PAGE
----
Rather than handing down feedback from on high, evaluations should involve workers in the process. Workers know themselves better than anyone else. They know how their personal qualities do and do not match the role. Engaging them in dialogue can highlight areas of interest that evaluators may have been totally unaware of. The evaluator and employee are best positioned to make real improvements by working together.

CPR is a proactive process that puts employees in control of getting specific feedback in areas of interest to them, to become active participants, shaping the scope and nature of their own evaluations. This approach encourages employees to ask for feedback, with the people responsible for evaluating their work acting as guides in the process.

While evaluators can ask about what the employee wants feedback, it is important that the person seeking the feedback ultimately decides where to focus the conversation. Evaluators should collaborate with workers to identify and develop strengths, as well as shore up relevant weaknesses, and collectively devise a development plan.

Initiating CPR

Evaluation is a reflective activity — it works best when the person being evaluated engages in self-reflection. Work with employees by asking them to think about the projects and work they have done and what it took to do it.

To begin, have employees and their supervisors identify those skills and traits that are relevant. Ignore weaknesses that are irrelevant to the job.

CPR feedback should involve not just the worker, but those with whom they work most closely. Have the employee identify people within the organization who can assess their performance in these areas, including not just supervisors, but also fellow team members who can provide insights that supervisors may miss.

Setting a collaborative tone upfront is critical in order to prevent offense or resentment. Allowing team members to give feedback to each other in a safe environment builds camaraderie. Ensure that everyone understands the goal is to help each other go from good-to-great. Keep the feedback focused on strengths. The greatest room for improvement lies in areas where employees are already competent or desire to become so one day.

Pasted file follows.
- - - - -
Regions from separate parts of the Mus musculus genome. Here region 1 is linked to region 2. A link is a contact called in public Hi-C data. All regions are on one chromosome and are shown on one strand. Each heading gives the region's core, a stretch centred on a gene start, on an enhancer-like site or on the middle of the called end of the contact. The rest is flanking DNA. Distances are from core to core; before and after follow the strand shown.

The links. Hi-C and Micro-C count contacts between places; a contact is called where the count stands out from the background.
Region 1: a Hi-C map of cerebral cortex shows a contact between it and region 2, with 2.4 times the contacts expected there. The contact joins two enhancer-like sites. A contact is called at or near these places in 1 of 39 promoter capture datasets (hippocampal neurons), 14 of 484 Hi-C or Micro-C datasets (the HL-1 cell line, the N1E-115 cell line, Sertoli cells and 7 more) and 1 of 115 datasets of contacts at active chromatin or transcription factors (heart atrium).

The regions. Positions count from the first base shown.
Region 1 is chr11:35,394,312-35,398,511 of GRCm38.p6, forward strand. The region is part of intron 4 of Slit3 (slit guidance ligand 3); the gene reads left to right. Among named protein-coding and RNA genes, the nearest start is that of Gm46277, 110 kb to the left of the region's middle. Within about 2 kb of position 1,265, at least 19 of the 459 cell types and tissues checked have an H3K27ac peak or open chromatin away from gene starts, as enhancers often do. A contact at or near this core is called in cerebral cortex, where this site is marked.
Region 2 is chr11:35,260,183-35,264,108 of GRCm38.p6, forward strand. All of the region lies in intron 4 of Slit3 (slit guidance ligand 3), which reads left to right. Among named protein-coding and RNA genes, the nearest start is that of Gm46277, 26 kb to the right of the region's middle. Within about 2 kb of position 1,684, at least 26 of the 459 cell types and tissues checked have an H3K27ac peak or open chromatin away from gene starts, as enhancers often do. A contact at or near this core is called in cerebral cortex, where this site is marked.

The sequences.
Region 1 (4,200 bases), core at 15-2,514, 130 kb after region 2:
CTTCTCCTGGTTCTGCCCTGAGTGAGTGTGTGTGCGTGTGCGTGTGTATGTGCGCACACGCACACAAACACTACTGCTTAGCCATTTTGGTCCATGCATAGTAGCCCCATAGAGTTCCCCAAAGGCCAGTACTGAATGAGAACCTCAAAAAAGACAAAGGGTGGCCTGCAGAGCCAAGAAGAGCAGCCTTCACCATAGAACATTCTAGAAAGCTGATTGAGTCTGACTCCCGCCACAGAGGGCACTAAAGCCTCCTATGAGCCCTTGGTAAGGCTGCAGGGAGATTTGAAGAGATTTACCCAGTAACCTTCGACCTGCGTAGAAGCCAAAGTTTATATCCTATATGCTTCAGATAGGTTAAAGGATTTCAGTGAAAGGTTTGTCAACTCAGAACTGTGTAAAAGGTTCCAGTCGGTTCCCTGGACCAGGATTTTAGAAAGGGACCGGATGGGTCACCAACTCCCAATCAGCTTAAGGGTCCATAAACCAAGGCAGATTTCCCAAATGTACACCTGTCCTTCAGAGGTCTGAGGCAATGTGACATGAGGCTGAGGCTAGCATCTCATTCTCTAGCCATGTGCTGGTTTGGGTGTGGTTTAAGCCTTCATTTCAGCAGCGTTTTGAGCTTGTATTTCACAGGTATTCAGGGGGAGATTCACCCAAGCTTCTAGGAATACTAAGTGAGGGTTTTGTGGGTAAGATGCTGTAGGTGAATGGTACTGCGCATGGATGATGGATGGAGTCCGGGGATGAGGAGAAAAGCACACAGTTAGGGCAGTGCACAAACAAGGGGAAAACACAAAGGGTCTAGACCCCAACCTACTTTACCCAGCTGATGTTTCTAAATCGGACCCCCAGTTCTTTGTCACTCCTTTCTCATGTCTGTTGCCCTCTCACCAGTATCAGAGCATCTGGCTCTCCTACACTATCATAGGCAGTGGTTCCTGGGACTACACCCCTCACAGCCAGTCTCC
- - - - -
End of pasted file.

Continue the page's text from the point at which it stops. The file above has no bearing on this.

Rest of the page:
A Win-Win Outcome

CPR appeals to everyone’s innate desire for mastery and feedback about how well we are doing the things that we find engaging. We welcome working with evaluators who help us to improve our skills. A collaborative evaluation that produces individualized, actionable, data-driven feedback in a safe environment is a vast improvement on the nonspecific, vague, often critical or simply nonexistent feedback that seasoned workers have become accustomed to. With the right support and effort, greatness at work is achievable by all. And as workers become engaged with the process and take stock of their improvements, they are likely to be motivated to continue.


Chris De Santis is an independent organizational behavior practitioner, speaker, podcaster, and author, with over thirty-five years of experience working with clients in professional services firms both domestically and internationally. He has been invited to speak on generational issues in the workplace at hundreds of the leading U.S. law and accounting firms, as well as many of the major insurance and pharma companies. His new book is “Why I Find You Irritating: Navigating Generational Friction at Work“.